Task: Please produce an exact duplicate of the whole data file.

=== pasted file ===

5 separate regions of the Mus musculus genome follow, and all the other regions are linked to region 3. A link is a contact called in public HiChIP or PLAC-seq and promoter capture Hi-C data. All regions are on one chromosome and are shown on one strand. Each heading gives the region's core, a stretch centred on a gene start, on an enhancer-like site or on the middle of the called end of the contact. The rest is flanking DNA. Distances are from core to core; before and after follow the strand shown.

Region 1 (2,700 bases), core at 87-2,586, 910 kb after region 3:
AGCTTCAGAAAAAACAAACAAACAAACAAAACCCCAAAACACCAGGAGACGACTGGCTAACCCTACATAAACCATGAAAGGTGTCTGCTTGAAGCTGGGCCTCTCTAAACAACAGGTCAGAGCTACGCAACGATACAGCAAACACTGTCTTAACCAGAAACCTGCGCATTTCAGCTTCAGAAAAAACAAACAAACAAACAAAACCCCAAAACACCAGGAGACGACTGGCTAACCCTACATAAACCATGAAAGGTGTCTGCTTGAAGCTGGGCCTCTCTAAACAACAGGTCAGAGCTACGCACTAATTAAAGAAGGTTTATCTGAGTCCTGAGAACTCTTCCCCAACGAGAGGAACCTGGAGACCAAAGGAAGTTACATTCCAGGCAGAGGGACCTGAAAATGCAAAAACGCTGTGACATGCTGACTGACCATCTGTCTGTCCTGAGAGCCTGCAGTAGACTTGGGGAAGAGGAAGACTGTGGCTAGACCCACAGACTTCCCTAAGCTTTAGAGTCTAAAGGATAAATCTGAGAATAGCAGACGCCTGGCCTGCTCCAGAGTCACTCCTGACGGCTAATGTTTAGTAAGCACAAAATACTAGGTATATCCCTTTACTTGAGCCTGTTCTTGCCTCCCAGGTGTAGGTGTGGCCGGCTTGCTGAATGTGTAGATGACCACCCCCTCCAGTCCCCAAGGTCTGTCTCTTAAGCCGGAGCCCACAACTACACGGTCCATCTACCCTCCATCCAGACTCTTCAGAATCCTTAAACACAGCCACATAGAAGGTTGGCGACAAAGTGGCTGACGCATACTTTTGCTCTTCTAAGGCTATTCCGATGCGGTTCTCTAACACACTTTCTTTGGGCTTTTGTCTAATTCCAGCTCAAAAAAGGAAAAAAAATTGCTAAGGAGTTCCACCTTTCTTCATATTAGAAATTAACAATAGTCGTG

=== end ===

5 separate regions of the Mus musculus genome follow, and all the other regions are linked to region 3. A link is a contact called in public HiChIP or PLAC-seq and promoter capture Hi-C data. All regions are on one chromosome and are shown on one strand. Each heading gives the region's core, a stretch centred on a gene start, on an enhancer-like site or on the middle of the called end of the contact. The rest is flanking DNA. Distances are from core to core; before and after follow the strand shown.

Region 1 (2,700 bases), core at 87-2,586, 910 kb after region 3:
AGCTTCAGAAAAAACAAACAAACAAACAAAACCCCAAAACACCAGGAGACGACTGGCTAACCCTACATAAACCATGAAAGGTGTCTGCTTGAAGCTGGGCCTCTCTAAACAACAGGTCAGAGCTACGCAACGATACAGCAAACACTGTCTTAACCAGAAACCTGCGCATTTCAGCTTCAGAAAAAACAAACAAACAAACAAAACCCCAAAACACCAGGAGACGACTGGCTAACCCTACATAAACCATGAAAGGTGTCTGCTTGAAGCTGGGCCTCTCTAAACAACAGGTCAGAGCTACGCACTAATTAAAGAAGGTTTATCTGAGTCCTGAGAACTCTTCCCCAACGAGAGGAACCTGGAGACCAAAGGAAGTTACATTCCAGGCAGAGGGACCTGAAAATGCAAAAACGCTGTGACATGCTGACTGACCATCTGTCTGTCCTGAGAGCCTGCAGTAGACTTGGGGAAGAGGAAGACTGTGGCTAGACCCACAGACTTCCCTAAGCTTTAGAGTCTAAAGGATAAATCTGAGAATAGCAGACGCCTGGCCTGCTCCAGAGTCACTCCTGACGGCTAATGTTTAGTAAGCACAAAATACTAGGTATATCCCTTTACTTGAGCCTGTTCTTGCCTCCCAGGTGTAGGTGTGGCCGGCTTGCTGAATGTGTAGATGACCACCCCCTCCAGTCCCCAAGGTCTGTCTCTTAAGCCGGAGCCCACAACTACACGGTCCATCTACCCTCCATCCAGACTCTTCAGAATCCTTAAACACAGCCACATAGAAGGTTGGCGACAAAGTGGCTGACGCATACTTTTGCTCTTCTAAGGCTATTCCGATGCGGTTCTCTAACACACTTTCTTTGGGCTTTTGTCTAATTCCAGCTCAAAAAAGGAAAAAAAATTGCTAAGGAGTTCCACCTTTCTTCATATTAGAAATTAACAATAGTCGTG